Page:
In your education, didn't you have some teachers that only presented facts, and others that used facts as a way to teach the lessons and concepts?

History for example; in 1942 this happened.
Remember that on test day and you get an A.

versus...

In 1942, these people believed and did this or that.
It had happened before on this date several hundred years prior.
Why did it happen, and what prevents it from happening again?

In one teaching style there's meaningless trivia, a date.
In the other, you analyze, recognize, hopefully understand the concept behind what happened.
 
 
Oct 15, 2013
If the rest of the book is as good as this chapter, this book might someday just be worth a fortune to somebody.
I'm waiting impatiently for the book to become available in India.
 
 
Oct 15, 2013
@Dilbro,

Perhaps I didn't read it carefully enough, but it seemed that Scott's basic premise was that you should just believe that you're going to be a success, and then try to do whatever comes to mind. Someday, if you try enough things, you'll reach success.

Oh, really? Is that all there is to it?

My question was about differentiation. Do your failures just get pushed into the background, or do you take some modification of your methods away from them? That's what I was asking Scott. I'm sure if someone has enough time, enough money, and no other pressures on him, then some of his ideas will reach fruition. Bllind pig and truffle comes to mind.

But what if you're an average schlub just trying to get by? What if you don't have the time or money to sit back, draw a cartoon, and then spend the rest of your day planning your next great idea? Do you drop everything to pursue an endless list of maybes, or do you try to learn from your mistakes?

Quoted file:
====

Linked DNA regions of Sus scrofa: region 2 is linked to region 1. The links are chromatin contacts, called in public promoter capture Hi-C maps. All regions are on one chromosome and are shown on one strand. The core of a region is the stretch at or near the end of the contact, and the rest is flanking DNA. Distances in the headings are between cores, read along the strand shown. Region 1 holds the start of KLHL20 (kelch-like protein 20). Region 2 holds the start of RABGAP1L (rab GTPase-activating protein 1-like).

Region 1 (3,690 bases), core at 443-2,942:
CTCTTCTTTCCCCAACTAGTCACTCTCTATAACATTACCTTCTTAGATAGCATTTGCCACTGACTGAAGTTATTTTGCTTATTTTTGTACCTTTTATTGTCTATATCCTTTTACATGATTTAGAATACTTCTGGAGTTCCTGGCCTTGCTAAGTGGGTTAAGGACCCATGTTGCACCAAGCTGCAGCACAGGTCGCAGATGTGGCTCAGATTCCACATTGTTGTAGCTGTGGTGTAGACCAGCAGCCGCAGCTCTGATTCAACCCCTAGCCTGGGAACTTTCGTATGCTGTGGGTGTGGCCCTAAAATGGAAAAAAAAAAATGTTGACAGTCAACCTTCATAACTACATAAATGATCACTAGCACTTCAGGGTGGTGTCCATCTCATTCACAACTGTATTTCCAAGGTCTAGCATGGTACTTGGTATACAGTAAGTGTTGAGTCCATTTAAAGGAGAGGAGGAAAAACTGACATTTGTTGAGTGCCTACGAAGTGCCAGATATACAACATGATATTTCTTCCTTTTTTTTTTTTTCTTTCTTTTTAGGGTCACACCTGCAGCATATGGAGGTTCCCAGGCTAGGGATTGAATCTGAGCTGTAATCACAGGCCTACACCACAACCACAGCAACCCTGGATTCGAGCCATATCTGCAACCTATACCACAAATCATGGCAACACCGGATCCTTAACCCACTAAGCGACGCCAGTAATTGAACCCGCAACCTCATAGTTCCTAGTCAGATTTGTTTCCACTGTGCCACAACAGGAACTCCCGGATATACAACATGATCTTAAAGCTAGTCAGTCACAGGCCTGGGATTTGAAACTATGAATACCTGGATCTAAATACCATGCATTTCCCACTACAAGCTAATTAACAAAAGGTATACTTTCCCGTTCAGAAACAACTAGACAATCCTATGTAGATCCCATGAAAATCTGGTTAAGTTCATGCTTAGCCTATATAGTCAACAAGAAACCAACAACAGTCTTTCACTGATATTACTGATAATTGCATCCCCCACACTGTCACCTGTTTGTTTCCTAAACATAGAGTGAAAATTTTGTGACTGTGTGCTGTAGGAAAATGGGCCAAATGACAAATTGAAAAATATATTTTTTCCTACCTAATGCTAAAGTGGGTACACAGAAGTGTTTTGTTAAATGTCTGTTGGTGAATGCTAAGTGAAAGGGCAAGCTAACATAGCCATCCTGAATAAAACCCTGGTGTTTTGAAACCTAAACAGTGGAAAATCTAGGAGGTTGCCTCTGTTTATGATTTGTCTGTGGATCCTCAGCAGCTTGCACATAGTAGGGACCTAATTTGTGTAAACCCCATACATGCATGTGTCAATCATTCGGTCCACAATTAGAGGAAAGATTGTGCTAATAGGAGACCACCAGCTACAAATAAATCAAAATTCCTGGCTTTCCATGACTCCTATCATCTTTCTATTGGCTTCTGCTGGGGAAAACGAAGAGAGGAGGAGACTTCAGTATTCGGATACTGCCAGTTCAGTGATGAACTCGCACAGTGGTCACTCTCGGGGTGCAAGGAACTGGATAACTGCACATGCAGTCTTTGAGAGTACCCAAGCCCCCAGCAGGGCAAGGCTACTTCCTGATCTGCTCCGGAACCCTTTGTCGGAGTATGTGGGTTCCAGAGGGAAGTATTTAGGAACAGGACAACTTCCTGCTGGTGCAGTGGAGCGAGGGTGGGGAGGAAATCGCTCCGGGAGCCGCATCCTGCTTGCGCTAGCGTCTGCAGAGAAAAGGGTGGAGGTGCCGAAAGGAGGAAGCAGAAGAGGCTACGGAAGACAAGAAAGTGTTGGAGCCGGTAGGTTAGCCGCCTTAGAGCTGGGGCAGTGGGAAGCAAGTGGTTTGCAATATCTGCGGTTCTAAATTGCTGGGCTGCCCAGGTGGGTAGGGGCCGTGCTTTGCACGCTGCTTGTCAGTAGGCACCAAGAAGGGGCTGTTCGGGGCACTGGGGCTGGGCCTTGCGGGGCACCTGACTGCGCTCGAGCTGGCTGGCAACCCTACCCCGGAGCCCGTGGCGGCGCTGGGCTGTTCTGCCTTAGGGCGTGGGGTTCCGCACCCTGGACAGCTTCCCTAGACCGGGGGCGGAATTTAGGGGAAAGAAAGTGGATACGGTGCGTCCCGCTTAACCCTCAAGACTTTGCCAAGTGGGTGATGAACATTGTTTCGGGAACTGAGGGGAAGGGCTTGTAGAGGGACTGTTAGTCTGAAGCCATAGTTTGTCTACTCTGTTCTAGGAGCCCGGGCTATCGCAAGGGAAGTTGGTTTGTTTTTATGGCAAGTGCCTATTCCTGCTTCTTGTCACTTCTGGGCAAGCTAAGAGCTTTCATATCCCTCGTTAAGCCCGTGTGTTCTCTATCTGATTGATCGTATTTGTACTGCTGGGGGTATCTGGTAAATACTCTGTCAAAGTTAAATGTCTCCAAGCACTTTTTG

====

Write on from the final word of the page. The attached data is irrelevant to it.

I have no doubt that Scott doesn't want anyone to fail because they've taken to heart what he wrote in his books. All I want to know is the details. That's not too much to ask, since he was the one who introduced this whole topic, and his book, on this blog.

So I hope he'll answer my question. But if he doesn't, that says something in itself, doesn't it?
 
 
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Oct 14, 2013
@Phantom II: You might want to read Scott's article again. I thought all of your questions were answered in the course of the article. But just in case I'm wrong, I'll read it again too and meet you back here to offer the answers I think were all there...or change my mind and agree with you.
 
 
Oct 14, 2013
Most interesting, and, as with much of your work, enjoyable to read.

I'm sure I'll read the book at some point, but from what I've seen so far, the book raises more questions than it answers. To wit: looking back on your plethora of failures, what would you have done differently?